Attack Of The Bed Bugs

Series Finale (I Hope!!!)

Friends and followers of my Column have been asking if my wife and I got the “paws-up” from the bed bug dog who inspected our Manhattan apartment this week. We did. But we’d spent a full month of our lives in exile since finding one of the insidious, blood-sucking insects in our bed.

Editor’s Note: See Part One HERE

After reporting it to our building’s management that day, it took us a full week to put everything we own in plastic bags in preparation for the pest control company to treat our place, which included bombing the apartment with insecticide spray and sealing our clothing, books, CDs and other items in plastic bags with chemical strips inside. They launched their heaviest chemical sortees in our bedroom and put tape around the door when they left. It looked like a murder scene, complete with the posting of an official notice saying that the door could not be opened for two weeks, and only by authorized company staff.

Exiles in Our Own Home

My wife and I were relegated to the living room sofa during that time. Then came the inspection by the specially trained bed bug dog, who I have to say was a cute little fellow for sure, but I swear I would have strangled him with his own tail if he had found more bugs. He didn’t.

What a relief! Until we looked around at the sea of stuffed plastic bags surrounding us as if we had just woken up in a disaster area strewn with emergency-relief packages dropped by FEMA aircraft.  It took us another full week to unpack and put all our things back in place. What an ordeal! And it cost a small fortune to have all our coats and sweaters laundered and our carpets and curtains professionally steam-cleaned to make sure all remnants of bugs were gone.

The other thing people have been asking is if we’re now suffering from PTBBSD (post-traumatic bed bud stress disorder). I know that I certainly am – my wife may be handling it a bit better. For me, to paraphrase a line from the movie “Strange Days,” the issue isn’t whether I’m paranoid. It’s whether I’m paranoid enough.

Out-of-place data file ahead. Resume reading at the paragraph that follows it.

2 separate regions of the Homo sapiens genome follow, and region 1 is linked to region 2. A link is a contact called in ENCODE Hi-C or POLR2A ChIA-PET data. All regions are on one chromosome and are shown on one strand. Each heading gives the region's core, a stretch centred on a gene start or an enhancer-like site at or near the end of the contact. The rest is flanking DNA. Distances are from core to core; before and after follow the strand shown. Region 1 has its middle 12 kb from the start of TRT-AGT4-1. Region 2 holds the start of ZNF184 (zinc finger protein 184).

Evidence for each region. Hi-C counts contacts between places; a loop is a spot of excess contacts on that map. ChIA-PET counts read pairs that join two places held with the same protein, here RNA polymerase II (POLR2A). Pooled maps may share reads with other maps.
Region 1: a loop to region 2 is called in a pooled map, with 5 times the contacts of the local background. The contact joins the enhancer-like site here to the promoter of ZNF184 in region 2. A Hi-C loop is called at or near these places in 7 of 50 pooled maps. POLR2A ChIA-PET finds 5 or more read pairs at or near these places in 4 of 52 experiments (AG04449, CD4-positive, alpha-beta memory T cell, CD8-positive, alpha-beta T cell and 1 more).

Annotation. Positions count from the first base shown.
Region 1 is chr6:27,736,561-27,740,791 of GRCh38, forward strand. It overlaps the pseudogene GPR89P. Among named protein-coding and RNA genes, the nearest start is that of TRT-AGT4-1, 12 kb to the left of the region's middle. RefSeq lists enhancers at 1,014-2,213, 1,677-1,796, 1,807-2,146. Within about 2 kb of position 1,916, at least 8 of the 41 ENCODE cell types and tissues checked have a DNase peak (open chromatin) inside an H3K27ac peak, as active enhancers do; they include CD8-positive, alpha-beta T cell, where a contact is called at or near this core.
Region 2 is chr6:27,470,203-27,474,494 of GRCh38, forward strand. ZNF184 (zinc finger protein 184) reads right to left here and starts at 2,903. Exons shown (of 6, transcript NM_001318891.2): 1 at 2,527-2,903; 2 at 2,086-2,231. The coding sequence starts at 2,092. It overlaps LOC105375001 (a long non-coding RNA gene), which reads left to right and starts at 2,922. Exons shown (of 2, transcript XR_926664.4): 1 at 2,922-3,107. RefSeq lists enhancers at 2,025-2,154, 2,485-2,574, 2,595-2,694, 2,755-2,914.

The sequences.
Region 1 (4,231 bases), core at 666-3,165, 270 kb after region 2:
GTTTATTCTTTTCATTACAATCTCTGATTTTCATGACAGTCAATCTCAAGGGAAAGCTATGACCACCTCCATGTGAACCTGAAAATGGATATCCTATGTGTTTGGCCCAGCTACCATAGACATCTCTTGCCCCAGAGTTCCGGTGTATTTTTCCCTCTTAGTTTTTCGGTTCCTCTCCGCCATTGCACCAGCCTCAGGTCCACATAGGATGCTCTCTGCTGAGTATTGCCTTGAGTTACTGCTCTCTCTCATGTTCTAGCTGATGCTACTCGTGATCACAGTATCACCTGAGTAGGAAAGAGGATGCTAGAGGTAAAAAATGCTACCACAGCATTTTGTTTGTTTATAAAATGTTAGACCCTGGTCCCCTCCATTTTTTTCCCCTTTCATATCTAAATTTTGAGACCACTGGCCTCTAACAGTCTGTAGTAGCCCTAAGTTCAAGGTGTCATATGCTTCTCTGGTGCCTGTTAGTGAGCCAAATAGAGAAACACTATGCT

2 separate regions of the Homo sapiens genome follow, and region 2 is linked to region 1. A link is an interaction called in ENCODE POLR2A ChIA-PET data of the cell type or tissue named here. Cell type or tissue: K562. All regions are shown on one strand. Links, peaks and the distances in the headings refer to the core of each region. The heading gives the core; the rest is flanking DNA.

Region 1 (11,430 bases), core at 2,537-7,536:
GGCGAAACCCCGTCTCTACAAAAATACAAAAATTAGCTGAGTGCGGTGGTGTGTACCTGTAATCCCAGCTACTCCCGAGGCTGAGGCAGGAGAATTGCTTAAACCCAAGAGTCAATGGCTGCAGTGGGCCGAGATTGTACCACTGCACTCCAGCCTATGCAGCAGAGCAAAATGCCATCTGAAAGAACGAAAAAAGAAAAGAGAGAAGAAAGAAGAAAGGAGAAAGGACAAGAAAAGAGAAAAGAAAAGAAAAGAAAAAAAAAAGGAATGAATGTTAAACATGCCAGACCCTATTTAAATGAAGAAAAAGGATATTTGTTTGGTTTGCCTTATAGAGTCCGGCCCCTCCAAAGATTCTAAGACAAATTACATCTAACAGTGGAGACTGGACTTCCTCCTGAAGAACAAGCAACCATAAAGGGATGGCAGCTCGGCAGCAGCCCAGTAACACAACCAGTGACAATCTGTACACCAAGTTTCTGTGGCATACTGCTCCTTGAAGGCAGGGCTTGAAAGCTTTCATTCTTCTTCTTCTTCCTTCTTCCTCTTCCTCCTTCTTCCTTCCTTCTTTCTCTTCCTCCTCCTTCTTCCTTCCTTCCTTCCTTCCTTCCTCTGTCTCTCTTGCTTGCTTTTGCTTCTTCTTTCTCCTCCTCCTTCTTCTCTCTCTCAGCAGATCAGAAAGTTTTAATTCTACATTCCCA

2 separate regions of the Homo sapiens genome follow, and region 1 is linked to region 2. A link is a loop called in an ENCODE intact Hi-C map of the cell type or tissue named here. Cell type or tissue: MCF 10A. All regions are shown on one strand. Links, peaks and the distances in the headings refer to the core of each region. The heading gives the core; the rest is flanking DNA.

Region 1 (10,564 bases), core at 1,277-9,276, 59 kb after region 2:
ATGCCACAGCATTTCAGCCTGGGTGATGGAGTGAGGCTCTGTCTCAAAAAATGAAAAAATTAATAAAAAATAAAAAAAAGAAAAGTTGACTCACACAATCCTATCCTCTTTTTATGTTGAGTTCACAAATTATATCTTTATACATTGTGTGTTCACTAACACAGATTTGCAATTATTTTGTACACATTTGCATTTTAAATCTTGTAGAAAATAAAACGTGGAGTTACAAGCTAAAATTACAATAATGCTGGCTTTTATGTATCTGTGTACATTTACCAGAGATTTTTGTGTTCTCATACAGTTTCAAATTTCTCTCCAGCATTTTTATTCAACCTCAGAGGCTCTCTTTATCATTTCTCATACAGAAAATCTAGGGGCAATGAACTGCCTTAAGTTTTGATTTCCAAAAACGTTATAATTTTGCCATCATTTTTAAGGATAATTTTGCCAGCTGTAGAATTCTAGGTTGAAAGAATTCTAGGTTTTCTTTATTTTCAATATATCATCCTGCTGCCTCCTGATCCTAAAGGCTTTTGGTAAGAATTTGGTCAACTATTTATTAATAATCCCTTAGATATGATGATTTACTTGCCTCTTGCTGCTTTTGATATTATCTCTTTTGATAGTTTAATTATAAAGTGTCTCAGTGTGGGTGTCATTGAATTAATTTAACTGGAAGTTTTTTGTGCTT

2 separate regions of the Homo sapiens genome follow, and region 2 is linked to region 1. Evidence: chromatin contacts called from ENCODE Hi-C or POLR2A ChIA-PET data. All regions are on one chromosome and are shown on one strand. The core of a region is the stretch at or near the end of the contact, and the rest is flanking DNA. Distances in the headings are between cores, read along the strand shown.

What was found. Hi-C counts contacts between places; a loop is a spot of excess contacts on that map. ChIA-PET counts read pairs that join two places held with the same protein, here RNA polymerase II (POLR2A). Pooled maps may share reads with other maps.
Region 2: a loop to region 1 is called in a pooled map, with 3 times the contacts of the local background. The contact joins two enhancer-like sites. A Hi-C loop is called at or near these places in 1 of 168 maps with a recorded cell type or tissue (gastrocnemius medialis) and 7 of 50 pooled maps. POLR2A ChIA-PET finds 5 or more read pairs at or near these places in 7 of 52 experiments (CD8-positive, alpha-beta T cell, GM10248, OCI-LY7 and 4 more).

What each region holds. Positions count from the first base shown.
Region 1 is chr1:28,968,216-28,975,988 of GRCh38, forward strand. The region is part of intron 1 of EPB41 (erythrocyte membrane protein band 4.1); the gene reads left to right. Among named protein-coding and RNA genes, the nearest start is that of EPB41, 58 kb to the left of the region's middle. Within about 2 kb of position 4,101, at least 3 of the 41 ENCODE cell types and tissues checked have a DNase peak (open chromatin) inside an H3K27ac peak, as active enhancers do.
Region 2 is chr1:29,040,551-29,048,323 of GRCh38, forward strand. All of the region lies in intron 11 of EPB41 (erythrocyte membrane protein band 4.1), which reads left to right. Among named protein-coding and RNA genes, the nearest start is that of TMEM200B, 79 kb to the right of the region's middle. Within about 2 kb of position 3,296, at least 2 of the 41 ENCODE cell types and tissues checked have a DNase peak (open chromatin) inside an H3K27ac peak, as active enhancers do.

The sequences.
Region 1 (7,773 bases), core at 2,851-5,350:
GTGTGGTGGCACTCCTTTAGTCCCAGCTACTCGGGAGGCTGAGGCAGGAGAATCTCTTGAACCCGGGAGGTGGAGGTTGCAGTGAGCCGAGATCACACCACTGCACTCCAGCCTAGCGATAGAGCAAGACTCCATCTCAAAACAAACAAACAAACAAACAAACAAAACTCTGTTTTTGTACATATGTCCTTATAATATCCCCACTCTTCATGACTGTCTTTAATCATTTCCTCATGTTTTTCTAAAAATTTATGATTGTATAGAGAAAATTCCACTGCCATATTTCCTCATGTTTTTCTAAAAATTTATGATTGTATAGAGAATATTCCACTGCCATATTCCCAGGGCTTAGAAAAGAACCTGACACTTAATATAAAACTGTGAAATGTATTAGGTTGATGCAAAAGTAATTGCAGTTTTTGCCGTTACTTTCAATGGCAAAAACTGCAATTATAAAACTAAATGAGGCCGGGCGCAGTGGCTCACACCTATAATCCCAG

My effort to educate and protect myself from these beastly bugs sent me into a panic. “Bed bugs are back!” one headline screamed. “Long since considered eradicated from major metropolitan areas in North America,” read I, who recently moved back to a major metropolitan area in North America. “The  combination of increased international travel” (uh-oh) “and the fact that pest control professionals no longer use older pesticides means that bed bugs have been able to stage a resurgence,” the article continued, and because of their “unique ability to hide and spread, new inspection and control methods must be far more thorough and extensive than with many other pests.”

Photo credit: insightpest via Visual Hunt / CC BY-SA

Notorious Hitchhikers

According to Google, you can pick these creatures up anywhere: hotel rooms, trains, buses, subways, airplanes, from used clothes and furniture. They’re “notorious hitch-hikers,” one of the articles said. They hide in your luggage, they disappear into your pocketbooks and tote bags, they crawl onto your socks. You’re not safe anywhere – not in the hospital, not even in your office, and you can be the most sanitary person in the world. It’s not necessarily you who attracted them, but anyone whose path you may have crossed who attracted them first.

Plus, bed bugs can survive for up to a full year without food, which means you might put a bunch of your things into a storage facility, where bed bugs find them and then make their way into your home when you retrieve your stuff. Once they’ve infiltrated, your first evidence of them is likely to be their itchy bites on your shoulders, arms or legs, or small blood stains on your mattress. They can be around awhile before you see any because they’re adept at hiding in small places like baseboards, cracks in floors, under carpets, behind wallpaper, under your mattress, in bed frames and sofas or behind picture frames.